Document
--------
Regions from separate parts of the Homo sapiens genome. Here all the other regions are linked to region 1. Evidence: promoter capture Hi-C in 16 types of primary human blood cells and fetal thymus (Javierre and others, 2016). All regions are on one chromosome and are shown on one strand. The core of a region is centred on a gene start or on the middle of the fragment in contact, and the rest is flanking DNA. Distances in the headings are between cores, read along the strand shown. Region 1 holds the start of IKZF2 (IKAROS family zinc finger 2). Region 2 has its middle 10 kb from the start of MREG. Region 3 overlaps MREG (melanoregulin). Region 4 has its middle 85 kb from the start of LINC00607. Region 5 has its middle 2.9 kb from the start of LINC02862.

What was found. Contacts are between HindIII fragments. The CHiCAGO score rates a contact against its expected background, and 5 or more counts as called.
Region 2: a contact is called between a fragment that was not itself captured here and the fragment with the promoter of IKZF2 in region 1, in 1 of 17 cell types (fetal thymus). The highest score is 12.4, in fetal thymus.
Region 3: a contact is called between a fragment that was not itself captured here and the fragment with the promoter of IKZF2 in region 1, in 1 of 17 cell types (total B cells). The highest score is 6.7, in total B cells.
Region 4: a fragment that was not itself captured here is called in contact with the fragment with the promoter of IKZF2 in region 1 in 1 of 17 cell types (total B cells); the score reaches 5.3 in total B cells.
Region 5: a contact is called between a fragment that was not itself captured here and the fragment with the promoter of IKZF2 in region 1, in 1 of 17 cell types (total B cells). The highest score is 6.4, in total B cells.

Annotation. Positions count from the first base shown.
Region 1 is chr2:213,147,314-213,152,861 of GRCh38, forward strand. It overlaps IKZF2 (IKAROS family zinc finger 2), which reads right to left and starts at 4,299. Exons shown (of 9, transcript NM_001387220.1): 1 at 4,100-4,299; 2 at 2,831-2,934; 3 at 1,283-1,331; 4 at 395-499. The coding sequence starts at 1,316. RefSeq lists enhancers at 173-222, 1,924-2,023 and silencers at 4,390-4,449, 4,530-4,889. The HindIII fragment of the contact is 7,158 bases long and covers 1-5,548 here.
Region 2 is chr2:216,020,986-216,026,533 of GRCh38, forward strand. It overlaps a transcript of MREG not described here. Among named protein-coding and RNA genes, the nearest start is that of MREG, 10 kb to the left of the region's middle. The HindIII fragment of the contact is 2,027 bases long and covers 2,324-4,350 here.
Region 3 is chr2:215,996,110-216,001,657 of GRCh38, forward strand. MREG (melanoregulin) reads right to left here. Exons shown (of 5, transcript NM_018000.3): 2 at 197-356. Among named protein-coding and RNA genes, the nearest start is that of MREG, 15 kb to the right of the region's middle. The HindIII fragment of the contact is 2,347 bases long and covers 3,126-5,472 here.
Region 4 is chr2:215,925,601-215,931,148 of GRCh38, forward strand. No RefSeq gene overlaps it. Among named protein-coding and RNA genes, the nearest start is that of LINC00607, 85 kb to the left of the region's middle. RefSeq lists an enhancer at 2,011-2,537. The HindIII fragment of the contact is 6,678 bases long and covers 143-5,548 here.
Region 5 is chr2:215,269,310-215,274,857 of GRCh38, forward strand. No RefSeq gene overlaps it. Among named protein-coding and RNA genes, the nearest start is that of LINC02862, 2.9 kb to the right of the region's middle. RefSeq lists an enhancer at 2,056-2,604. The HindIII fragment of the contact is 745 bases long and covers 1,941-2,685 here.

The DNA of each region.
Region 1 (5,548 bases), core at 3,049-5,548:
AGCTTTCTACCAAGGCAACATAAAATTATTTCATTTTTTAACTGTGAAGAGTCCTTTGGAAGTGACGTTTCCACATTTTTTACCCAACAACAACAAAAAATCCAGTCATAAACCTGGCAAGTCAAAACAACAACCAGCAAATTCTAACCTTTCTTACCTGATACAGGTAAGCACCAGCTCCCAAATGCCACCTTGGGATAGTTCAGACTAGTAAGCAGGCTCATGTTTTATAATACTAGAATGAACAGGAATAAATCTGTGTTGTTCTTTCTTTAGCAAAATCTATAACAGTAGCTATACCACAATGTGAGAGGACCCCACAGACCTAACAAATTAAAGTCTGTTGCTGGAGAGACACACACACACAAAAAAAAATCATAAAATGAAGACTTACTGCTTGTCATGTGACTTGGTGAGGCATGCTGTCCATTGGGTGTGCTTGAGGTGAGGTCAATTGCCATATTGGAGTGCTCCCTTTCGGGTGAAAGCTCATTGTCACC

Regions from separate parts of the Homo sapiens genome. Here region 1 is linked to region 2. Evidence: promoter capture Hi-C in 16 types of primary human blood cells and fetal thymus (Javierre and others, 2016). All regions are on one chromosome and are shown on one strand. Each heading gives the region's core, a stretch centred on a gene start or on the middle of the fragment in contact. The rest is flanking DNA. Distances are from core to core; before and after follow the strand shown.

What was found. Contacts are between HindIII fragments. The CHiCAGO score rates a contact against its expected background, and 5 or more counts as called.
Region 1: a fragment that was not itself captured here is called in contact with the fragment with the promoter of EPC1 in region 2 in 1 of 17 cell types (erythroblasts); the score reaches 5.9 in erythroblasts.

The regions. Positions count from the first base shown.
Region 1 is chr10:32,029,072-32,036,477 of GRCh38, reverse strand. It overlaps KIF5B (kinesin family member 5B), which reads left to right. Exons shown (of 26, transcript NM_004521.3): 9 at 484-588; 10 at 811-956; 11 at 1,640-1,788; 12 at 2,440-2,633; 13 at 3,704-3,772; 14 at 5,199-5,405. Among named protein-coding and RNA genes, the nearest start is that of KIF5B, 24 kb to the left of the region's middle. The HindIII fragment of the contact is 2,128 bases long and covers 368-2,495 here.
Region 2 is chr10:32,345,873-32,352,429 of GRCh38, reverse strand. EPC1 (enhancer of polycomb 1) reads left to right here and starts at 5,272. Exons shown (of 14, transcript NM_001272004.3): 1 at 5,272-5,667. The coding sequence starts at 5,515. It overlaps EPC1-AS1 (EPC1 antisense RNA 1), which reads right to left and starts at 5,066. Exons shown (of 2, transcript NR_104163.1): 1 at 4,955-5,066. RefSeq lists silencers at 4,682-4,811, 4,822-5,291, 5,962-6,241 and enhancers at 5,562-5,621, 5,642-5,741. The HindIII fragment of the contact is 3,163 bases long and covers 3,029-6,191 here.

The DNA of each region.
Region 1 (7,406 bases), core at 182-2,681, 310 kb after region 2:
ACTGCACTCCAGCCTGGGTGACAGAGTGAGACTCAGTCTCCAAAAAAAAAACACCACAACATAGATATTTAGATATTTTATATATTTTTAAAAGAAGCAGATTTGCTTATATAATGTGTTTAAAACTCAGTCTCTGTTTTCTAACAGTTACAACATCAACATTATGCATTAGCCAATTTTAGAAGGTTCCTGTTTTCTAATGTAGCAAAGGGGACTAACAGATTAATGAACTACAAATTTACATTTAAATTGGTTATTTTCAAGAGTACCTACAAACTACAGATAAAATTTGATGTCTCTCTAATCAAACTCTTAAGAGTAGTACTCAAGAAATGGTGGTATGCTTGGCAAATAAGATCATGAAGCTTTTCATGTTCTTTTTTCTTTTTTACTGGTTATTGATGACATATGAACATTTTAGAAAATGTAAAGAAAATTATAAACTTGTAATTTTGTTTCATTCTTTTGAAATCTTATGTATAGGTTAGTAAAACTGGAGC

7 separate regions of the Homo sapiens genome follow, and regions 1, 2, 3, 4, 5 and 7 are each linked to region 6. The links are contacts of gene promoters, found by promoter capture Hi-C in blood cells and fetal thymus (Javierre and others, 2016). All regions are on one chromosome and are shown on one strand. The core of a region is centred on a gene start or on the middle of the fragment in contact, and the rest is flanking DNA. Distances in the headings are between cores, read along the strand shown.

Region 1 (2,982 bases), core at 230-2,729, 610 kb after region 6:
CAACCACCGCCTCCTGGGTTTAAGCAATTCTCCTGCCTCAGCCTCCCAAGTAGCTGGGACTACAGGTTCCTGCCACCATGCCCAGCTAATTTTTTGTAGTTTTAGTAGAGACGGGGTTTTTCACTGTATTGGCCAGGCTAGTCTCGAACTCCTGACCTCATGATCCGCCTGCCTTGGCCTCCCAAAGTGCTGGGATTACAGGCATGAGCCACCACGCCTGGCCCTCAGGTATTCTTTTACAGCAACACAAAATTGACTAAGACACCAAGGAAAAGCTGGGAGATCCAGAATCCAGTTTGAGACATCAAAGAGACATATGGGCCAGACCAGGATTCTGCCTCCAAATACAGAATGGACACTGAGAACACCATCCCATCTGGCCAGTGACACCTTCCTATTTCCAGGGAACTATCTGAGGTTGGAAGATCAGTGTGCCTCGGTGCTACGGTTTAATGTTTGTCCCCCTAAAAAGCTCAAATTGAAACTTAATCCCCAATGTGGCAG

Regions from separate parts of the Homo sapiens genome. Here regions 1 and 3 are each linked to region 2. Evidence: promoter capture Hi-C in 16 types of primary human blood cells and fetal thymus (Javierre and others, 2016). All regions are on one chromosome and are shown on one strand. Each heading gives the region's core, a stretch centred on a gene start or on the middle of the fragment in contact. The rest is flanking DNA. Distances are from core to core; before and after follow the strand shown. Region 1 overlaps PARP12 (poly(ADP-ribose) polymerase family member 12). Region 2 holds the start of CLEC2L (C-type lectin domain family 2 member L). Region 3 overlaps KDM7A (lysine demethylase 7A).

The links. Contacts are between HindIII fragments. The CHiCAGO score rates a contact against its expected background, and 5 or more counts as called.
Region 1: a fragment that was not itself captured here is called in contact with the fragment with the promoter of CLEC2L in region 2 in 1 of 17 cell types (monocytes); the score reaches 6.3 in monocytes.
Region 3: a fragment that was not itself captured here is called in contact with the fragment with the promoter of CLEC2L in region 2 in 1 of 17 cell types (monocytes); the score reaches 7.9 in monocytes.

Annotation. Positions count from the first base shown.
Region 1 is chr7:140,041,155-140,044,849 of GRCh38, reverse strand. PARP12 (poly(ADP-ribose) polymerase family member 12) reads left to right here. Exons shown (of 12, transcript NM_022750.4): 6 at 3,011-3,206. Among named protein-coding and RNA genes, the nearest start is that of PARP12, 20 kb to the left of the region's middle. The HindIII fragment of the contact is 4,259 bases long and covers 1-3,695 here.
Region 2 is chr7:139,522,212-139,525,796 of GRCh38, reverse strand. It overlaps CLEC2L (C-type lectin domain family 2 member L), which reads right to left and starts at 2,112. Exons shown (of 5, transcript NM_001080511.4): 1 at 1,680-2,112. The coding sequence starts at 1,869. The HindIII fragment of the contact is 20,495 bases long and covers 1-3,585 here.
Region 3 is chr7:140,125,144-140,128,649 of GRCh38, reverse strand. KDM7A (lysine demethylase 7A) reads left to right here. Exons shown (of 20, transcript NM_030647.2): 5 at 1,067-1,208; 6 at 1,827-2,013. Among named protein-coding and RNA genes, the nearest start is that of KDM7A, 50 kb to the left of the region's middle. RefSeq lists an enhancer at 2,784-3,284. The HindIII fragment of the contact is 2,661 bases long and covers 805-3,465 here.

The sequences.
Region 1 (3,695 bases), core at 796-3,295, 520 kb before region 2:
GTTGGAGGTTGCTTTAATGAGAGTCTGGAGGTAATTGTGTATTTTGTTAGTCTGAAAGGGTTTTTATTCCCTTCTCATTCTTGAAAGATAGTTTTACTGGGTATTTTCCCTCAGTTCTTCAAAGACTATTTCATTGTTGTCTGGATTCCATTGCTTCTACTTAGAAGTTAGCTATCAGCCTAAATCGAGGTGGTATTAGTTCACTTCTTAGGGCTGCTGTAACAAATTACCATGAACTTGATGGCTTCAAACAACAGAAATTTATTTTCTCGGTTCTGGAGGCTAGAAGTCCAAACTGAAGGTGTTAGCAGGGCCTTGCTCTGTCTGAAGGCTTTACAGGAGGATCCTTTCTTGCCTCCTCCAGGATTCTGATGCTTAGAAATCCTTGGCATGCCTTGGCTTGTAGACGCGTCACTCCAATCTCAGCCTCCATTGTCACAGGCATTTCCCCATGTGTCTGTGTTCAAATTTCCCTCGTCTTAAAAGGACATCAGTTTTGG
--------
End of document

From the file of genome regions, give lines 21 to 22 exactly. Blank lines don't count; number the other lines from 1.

Region 2 is chr10:32,345,873-32,352,429 of GRCh38, reverse strand. EPC1 (enhancer of polycomb 1) reads left to right here and starts at 5,272. Exons shown (of 14, transcript NM_001272004.3): 1 at 5,272-5,667. The coding sequence starts at 5,515. It overlaps EPC1-AS1 (EPC1 antisense RNA 1), which reads right to left and starts at 5,066. Exons shown (of 2, transcript NR_104163.1): 1 at 4,955-5,066. RefSeq lists silencers at 4,682-4,811, 4,822-5,291, 5,962-6,241 and enhancers at 5,562-5,621, 5,642-5,741. The HindIII fragment of the contact is 3,163 bases long and covers 3,029-6,191 here.

The DNA of each region.